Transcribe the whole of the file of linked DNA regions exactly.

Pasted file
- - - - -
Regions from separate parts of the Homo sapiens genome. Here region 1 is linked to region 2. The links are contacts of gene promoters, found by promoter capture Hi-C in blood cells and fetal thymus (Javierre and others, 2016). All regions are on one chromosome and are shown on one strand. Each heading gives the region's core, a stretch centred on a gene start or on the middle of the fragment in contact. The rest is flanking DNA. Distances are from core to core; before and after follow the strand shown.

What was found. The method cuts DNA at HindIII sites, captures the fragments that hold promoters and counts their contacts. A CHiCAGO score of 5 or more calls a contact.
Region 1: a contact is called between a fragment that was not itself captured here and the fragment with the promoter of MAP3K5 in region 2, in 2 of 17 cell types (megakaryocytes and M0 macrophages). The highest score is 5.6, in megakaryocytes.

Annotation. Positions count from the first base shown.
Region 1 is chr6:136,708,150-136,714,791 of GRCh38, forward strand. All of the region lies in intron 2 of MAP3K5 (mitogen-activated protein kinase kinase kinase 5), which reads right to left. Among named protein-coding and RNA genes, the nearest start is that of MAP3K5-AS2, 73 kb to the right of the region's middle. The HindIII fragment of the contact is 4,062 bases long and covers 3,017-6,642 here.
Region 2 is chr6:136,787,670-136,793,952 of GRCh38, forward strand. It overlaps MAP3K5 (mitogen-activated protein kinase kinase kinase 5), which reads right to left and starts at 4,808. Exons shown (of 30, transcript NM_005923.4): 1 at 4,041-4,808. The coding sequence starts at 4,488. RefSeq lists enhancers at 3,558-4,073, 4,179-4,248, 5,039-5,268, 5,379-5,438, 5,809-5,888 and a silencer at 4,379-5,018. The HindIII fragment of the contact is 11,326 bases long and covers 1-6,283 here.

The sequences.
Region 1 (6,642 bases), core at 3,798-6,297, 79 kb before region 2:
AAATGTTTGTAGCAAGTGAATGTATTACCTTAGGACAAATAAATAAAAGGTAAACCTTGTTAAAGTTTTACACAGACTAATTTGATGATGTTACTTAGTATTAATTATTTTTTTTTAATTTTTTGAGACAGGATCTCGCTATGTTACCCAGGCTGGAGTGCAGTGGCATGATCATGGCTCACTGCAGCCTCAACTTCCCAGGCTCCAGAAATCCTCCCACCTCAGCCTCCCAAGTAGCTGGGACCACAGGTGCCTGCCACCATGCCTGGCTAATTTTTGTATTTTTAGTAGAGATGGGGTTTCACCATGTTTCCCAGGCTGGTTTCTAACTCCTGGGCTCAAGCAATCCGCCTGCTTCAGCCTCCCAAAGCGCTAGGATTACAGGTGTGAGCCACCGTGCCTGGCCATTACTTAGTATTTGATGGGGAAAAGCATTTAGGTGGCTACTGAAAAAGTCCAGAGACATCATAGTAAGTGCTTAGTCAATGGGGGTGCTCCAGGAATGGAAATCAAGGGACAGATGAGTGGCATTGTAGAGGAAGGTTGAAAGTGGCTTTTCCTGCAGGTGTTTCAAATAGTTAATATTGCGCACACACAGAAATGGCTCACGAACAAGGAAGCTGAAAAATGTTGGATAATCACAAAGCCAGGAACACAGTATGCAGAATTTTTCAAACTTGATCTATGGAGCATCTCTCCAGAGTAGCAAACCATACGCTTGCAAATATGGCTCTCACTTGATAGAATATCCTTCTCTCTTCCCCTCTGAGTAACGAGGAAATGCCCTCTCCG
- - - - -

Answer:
Regions from separate parts of the Homo sapiens genome. Here region 1 is linked to region 2. The links are contacts of gene promoters, found by promoter capture Hi-C in blood cells and fetal thymus (Javierre and others, 2016). All regions are on one chromosome and are shown on one strand. Each heading gives the region's core, a stretch centred on a gene start or on the middle of the fragment in contact. The rest is flanking DNA. Distances are from core to core; before and after follow the strand shown.

What was found. The method cuts DNA at HindIII sites, captures the fragments that hold promoters and counts their contacts. A CHiCAGO score of 5 or more calls a contact.
Region 1: a contact is called between a fragment that was not itself captured here and the fragment with the promoter of MAP3K5 in region 2, in 2 of 17 cell types (megakaryocytes and M0 macrophages). The highest score is 5.6, in megakaryocytes.

Annotation. Positions count from the first base shown.
Region 1 is chr6:136,708,150-136,714,791 of GRCh38, forward strand. All of the region lies in intron 2 of MAP3K5 (mitogen-activated protein kinase kinase kinase 5), which reads right to left. Among named protein-coding and RNA genes, the nearest start is that of MAP3K5-AS2, 73 kb to the right of the region's middle. The HindIII fragment of the contact is 4,062 bases long and covers 3,017-6,642 here.
Region 2 is chr6:136,787,670-136,793,952 of GRCh38, forward strand. It overlaps MAP3K5 (mitogen-activated protein kinase kinase kinase 5), which reads right to left and starts at 4,808. Exons shown (of 30, transcript NM_005923.4): 1 at 4,041-4,808. The coding sequence starts at 4,488. RefSeq lists enhancers at 3,558-4,073, 4,179-4,248, 5,039-5,268, 5,379-5,438, 5,809-5,888 and a silencer at 4,379-5,018. The HindIII fragment of the contact is 11,326 bases long and covers 1-6,283 here.

The sequences.
Region 1 (6,642 bases), core at 3,798-6,297, 79 kb before region 2:
AAATGTTTGTAGCAAGTGAATGTATTACCTTAGGACAAATAAATAAAAGGTAAACCTTGTTAAAGTTTTACACAGACTAATTTGATGATGTTACTTAGTATTAATTATTTTTTTTTAATTTTTTGAGACAGGATCTCGCTATGTTACCCAGGCTGGAGTGCAGTGGCATGATCATGGCTCACTGCAGCCTCAACTTCCCAGGCTCCAGAAATCCTCCCACCTCAGCCTCCCAAGTAGCTGGGACCACAGGTGCCTGCCACCATGCCTGGCTAATTTTTGTATTTTTAGTAGAGATGGGGTTTCACCATGTTTCCCAGGCTGGTTTCTAACTCCTGGGCTCAAGCAATCCGCCTGCTTCAGCCTCCCAAAGCGCTAGGATTACAGGTGTGAGCCACCGTGCCTGGCCATTACTTAGTATTTGATGGGGAAAAGCATTTAGGTGGCTACTGAAAAAGTCCAGAGACATCATAGTAAGTGCTTAGTCAATGGGGGTGCTCCAGGAATGGAAATCAAGGGACAGATGAGTGGCATTGTAGAGGAAGGTTGAAAGTGGCTTTTCCTGCAGGTGTTTCAAATAGTTAATATTGCGCACACACAGAAATGGCTCACGAACAAGGAAGCTGAAAAATGTTGGATAATCACAAAGCCAGGAACACAGTATGCAGAATTTTTCAAACTTGATCTATGGAGCATCTCTCCAGAGTAGCAAACCATACGCTTGCAAATATGGCTCTCACTTGATAGAATATCCTTCTCTCTTCCCCTCTGAGTAACGAGGAAATGCCCTCTCCG